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Re: Emacs as word processor

From: Yuri Khan
Subject: Re: Emacs as word processor
Date: Mon, 25 Nov 2013 10:06:22 +0700

On Mon, Nov 25, 2013 at 4:06 AM, Thien-Thi Nguyen <address@hidden> wrote:

> If "faces" (the concept) were to include these extra-character features,
> then their composition would be greatly complicated.  Too, application
> (i'm imagining the case of yanking text w/ a ‘face’ text-property that
> controls, say, pre-paragraph line-spacing into the middle of other text,
> which has conflicting specs, or a context where "paragraph" does not
> even have meaning).

In *Office, styles are subdivided into “character styles” and
“paragraph styles” (and, more recently, “list styles” and “table
styles”). Text that is cut or copied out of the middle of a paragraph
does not carry paragraph styles with it. Thus, pasted into a paragraph
with different spacing, it assumes the spacing of the target paragraph
(as spacing is a paragraph style feature).

On the other hand, a whole paragraph, when cut, carries all its
paragraph styles, and all its content carries its character styles.

Additionally, if text is not explicitly formatted with character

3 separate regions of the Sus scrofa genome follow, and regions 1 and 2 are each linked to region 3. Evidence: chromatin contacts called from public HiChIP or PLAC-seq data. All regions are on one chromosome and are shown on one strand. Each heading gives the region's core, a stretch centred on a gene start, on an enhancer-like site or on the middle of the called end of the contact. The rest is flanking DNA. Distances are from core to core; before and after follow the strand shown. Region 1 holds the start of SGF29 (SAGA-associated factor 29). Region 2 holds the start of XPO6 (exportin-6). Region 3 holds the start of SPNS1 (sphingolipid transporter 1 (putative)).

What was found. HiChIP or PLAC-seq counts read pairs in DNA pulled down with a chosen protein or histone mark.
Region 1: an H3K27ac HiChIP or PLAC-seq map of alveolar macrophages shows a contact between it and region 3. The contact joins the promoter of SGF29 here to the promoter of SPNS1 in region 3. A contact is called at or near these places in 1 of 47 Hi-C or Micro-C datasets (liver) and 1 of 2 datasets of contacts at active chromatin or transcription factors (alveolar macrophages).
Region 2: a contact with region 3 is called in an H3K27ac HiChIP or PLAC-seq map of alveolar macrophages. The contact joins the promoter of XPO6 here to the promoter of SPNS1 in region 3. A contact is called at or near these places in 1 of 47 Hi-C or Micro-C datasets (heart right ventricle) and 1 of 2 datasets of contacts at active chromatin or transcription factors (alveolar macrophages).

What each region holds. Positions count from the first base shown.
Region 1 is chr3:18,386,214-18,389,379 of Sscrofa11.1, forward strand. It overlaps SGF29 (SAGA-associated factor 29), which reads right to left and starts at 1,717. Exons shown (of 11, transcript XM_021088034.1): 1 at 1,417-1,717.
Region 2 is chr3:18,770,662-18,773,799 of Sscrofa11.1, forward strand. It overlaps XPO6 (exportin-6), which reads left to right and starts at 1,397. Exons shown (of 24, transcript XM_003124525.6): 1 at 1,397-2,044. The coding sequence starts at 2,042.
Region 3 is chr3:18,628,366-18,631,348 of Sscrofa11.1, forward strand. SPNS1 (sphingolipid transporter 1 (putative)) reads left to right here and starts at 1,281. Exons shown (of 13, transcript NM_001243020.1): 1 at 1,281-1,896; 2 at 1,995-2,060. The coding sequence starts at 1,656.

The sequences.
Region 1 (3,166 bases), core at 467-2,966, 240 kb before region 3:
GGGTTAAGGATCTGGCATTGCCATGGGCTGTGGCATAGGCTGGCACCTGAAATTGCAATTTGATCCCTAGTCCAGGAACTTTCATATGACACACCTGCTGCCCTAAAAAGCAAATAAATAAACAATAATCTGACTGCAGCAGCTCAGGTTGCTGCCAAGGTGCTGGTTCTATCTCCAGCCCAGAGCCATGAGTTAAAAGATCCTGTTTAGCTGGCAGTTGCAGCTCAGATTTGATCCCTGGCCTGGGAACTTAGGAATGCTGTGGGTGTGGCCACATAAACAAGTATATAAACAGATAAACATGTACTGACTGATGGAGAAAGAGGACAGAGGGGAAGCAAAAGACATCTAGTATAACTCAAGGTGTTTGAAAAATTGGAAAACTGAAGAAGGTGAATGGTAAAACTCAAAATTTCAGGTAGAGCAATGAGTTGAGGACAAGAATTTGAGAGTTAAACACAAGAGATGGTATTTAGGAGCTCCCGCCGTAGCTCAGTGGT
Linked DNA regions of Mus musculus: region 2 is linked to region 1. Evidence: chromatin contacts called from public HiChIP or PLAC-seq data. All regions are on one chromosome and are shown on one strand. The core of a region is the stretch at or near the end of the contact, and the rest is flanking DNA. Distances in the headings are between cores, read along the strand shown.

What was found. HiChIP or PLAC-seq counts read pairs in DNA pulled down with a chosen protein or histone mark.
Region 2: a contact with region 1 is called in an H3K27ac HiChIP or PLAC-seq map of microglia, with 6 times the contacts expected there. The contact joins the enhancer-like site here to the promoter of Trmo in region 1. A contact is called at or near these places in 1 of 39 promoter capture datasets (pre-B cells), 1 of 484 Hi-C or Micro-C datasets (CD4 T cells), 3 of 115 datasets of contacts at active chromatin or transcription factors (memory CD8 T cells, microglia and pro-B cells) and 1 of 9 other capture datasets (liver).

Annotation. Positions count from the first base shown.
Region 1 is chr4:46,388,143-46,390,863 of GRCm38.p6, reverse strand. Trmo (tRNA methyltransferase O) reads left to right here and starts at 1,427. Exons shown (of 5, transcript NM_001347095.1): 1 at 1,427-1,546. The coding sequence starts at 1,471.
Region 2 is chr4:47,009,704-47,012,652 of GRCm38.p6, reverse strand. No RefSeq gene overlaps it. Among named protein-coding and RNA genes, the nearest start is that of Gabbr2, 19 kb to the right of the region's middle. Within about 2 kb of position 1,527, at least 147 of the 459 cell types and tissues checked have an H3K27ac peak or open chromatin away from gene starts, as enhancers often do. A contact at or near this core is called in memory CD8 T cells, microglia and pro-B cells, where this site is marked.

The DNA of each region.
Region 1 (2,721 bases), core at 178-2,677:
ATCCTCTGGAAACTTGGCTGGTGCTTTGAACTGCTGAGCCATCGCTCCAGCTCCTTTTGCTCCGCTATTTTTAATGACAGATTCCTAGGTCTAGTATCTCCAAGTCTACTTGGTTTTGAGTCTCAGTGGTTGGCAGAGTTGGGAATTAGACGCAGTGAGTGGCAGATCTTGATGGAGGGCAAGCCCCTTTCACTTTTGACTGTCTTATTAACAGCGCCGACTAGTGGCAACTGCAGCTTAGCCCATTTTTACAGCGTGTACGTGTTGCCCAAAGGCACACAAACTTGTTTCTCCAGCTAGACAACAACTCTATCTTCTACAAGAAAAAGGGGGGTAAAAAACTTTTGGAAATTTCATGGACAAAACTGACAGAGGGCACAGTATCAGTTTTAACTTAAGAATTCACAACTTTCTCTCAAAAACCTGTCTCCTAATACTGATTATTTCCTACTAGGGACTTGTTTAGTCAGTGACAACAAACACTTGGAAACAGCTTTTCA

styles or character-level direct formatting, it behaves as plain text
when cut, assuming the character styles of the paste target.

Also, text can be explicitly marked as e.g. italic but otherwise have
no font-related formatting. Thus, it will inherit other properties
from the context: if pasted into a body paragraph whose base font is
black normal straight Times New Roman 10pt, it becomes black normal
italic Times New Roman 10pt; but pasted into a heading whose base font
is blue bold straight Arial 16pt, becomes blue bold italic Arial 16pt.

This is in fact very similar to Emacs’ face composition mechanism
where many faces may be applied simultaneously, with some properties
of some faces being undefined.

Now, problems arise when characters *do* have explicit character-level
formatting that is visually indistinguishable from the base paragraph
font. Such text *will* carry the font with it when copied and pasted,
giving the user the feeling of unpredictability and not being in

Another frequent problem with WYSIWYG formatted text editors is
pasting text copied from a different application, such as a web
browser or a different word processor. It is then common to retain as
much formatting as is available in the source document, which is
rarely what the user expects.

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